Thursday, 2 February 2017

Setting the starting note (2017 Term 1 Week 1)

There is a strange parallel between singing 'Happy Birthday to you' and the school year. Setting the right starting note is crucial. While it is possible to drag the harmony back to something vaguely pleasing as the song/year is underway, it is so much easier if you start on the right note. In speaking to the students of both the Senior School and Junior School on the first day this year, I urged them to do three things: respect the space; respect the learning; and respect one another. It seems to me that these three commitments hold the key to a successful year for all of us.

Respecting the space is vital for us this year. Respect is not just a matter of maintaining and caring for our facilities, although this is certainly a starting point. It also extends to recognising the purpose of the various spaces around the school, and using them appropriately. Some spaces are for noisy, boisterous play, some are for quiet focused study, some are for sitting, and some are for transit. We respect the space when we use it for its purpose. Under the constraints of this phase of our building project, where Junior School playground space and access routes around the school are reduced, we respect the space by recognising how it needs to be used in the life of the community.

The view from my desk of the After School Study program in the new Learning Commons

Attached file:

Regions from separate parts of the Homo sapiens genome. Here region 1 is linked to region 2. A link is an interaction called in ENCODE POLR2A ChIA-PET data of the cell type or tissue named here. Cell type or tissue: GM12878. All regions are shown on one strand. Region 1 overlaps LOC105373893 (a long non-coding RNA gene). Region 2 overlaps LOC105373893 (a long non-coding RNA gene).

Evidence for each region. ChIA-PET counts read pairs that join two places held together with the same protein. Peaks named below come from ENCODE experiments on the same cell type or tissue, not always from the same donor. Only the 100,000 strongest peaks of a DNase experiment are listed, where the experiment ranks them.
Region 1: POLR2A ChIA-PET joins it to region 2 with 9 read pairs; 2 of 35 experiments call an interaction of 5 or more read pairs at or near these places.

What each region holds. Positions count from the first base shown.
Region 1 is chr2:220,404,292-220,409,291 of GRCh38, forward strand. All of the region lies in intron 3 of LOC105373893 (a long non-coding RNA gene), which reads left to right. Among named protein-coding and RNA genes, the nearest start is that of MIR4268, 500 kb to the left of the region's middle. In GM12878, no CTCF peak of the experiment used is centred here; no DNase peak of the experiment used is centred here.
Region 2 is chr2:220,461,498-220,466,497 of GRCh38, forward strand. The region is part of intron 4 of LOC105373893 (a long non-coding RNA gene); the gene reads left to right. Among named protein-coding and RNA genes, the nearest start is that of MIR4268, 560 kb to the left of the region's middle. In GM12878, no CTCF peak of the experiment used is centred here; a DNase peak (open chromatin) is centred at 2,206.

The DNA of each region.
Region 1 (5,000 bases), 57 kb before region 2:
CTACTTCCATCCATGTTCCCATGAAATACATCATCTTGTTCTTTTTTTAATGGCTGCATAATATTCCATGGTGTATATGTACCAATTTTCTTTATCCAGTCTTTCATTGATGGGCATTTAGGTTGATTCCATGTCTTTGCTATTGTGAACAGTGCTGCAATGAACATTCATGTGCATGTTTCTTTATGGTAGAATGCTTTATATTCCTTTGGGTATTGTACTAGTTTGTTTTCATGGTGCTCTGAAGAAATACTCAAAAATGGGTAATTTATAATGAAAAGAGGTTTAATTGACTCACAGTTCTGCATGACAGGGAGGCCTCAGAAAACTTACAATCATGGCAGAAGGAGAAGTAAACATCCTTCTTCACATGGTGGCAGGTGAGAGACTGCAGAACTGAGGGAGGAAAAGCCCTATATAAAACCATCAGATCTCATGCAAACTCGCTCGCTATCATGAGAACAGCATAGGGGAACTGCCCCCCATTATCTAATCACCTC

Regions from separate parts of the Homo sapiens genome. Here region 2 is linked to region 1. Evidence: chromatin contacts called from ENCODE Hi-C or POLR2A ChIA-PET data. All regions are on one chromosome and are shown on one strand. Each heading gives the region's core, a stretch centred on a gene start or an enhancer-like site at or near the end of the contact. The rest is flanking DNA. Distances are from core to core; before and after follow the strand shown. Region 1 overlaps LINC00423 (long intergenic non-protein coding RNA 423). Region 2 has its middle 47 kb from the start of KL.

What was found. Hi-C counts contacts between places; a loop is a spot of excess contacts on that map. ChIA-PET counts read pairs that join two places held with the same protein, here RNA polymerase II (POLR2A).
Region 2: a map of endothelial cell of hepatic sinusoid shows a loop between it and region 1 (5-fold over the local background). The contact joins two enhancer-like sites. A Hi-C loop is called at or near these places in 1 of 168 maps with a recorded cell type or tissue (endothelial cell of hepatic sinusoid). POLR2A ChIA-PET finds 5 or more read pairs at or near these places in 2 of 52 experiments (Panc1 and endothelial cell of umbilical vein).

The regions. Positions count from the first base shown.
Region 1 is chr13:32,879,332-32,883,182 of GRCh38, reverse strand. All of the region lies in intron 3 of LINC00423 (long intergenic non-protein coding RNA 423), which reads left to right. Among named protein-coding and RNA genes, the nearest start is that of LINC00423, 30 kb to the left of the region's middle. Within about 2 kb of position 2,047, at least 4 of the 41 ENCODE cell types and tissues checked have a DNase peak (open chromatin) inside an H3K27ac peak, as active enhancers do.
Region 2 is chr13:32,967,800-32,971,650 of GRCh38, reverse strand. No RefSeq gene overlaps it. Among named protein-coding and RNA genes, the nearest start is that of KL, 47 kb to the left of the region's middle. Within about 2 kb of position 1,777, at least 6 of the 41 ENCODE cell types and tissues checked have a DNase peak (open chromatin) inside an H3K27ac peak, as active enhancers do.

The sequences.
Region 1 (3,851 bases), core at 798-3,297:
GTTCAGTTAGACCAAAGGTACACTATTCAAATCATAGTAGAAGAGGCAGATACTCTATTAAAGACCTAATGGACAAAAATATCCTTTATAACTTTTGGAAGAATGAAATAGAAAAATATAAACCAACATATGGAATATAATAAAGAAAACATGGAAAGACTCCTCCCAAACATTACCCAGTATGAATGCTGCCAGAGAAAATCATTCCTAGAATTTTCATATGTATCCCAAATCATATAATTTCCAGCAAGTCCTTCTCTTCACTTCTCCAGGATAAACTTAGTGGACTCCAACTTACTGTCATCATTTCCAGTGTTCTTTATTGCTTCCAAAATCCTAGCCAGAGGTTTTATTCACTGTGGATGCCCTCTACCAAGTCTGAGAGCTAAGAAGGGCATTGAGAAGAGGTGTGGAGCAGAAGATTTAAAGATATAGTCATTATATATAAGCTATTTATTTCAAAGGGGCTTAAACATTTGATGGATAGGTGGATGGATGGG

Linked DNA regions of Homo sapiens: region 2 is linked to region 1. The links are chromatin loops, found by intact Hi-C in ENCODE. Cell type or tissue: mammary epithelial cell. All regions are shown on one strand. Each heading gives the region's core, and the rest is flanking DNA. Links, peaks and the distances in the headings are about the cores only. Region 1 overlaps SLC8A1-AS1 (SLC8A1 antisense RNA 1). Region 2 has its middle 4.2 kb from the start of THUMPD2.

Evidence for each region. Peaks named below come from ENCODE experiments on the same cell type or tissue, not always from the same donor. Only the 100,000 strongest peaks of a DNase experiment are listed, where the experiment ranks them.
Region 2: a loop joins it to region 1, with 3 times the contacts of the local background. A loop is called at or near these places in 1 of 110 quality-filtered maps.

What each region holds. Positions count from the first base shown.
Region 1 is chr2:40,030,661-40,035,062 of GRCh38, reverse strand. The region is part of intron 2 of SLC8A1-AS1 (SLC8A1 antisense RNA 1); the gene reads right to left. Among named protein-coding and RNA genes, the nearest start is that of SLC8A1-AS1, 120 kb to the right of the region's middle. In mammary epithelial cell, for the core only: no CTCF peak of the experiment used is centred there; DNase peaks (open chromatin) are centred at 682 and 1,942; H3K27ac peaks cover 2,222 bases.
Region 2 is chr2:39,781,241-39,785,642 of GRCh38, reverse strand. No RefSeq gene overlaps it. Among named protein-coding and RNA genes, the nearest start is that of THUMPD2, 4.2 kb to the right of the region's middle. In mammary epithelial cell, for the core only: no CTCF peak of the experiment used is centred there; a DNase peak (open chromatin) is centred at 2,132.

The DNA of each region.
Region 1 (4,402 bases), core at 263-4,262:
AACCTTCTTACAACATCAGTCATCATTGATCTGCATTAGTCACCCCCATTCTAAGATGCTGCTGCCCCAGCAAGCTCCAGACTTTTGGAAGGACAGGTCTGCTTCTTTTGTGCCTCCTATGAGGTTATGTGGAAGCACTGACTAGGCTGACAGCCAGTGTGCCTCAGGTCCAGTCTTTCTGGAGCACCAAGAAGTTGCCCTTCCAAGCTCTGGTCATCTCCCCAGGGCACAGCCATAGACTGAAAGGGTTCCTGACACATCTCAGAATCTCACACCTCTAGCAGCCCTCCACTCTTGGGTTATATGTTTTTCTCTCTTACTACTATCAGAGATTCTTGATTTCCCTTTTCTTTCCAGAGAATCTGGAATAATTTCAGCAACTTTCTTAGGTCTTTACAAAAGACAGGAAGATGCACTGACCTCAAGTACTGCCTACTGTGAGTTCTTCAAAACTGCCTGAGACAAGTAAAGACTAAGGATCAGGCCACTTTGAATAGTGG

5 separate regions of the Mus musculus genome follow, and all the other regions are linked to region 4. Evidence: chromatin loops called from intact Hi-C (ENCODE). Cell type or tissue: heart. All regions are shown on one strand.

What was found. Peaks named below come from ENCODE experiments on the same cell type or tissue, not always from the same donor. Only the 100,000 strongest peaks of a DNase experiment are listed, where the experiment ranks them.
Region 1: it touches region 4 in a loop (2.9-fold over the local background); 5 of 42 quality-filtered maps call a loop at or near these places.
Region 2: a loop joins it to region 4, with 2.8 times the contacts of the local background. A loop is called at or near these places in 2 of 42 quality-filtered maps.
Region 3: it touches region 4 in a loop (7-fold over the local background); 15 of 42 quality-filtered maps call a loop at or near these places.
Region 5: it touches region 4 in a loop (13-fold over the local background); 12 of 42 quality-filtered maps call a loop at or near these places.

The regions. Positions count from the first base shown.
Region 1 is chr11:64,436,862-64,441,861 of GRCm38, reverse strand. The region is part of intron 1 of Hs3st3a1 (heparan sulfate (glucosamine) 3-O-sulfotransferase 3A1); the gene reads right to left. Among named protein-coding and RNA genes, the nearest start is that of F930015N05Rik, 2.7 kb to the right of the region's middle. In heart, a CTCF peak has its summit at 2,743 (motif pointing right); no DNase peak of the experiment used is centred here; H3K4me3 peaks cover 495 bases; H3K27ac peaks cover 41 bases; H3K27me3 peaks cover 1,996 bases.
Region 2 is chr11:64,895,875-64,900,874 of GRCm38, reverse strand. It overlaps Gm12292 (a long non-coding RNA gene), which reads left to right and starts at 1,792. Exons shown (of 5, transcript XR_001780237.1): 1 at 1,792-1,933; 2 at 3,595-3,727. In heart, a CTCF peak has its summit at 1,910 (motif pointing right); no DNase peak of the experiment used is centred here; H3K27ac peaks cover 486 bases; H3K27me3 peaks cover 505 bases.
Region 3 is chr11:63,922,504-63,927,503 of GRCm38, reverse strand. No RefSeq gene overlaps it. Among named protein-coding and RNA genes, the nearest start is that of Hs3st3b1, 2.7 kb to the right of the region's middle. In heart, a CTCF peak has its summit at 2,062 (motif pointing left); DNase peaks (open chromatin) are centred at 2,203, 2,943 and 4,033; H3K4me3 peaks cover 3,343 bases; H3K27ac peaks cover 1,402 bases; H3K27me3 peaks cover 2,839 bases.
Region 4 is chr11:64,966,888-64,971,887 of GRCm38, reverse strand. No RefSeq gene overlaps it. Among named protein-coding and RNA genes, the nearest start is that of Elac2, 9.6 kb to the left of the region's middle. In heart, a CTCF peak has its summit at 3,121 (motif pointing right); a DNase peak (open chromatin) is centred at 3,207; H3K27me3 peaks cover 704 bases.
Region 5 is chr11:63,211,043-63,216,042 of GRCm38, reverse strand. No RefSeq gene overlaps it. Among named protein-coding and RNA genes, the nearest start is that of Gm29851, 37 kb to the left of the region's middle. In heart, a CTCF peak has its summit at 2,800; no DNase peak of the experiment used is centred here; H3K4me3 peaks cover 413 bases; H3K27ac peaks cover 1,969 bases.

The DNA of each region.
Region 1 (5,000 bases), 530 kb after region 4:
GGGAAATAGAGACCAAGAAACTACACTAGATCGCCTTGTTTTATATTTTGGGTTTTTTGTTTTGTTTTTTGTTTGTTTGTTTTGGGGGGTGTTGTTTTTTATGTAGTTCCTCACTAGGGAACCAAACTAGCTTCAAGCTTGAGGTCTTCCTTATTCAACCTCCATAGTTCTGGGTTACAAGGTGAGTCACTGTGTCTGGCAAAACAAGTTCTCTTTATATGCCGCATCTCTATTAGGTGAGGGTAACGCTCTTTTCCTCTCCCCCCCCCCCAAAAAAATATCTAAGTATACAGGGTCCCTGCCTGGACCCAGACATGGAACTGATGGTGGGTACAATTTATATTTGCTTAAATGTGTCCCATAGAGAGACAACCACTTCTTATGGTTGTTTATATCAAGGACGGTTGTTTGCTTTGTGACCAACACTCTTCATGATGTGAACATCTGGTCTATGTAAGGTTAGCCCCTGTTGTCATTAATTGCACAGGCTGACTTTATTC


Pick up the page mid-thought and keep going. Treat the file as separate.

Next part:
Likewise, respecting the learning applies on a number of levels. This commitment from the students will lead them to apply themselves to the tasks before them, recognising that the work is not intended just to keep them busy and out of mischief, but that it is meaningful. Respect for learning also engenders a sense of humility; we do not yet know everything and there is learning to be done. Hopefully this respect will also encourage them not to seek ways to evade or find shortcuts around their work.

Finally, respect for one another needs to undergird our community. As a Christian school, believing that each person is made in the image of God and therefore inherently worthy of respect, Inaburra students and staff treat one another well. Ideally, this will look like support for one another, consideration of one another, encouragement of one another and kindness to one another.

There is nothing revolutionary, innovative or earth-shattering about these themes. They are basic building blocks for our shared experience. However, my hope and prayer is that starting with these basics will enable us to have another wonderful year at Inaburra.

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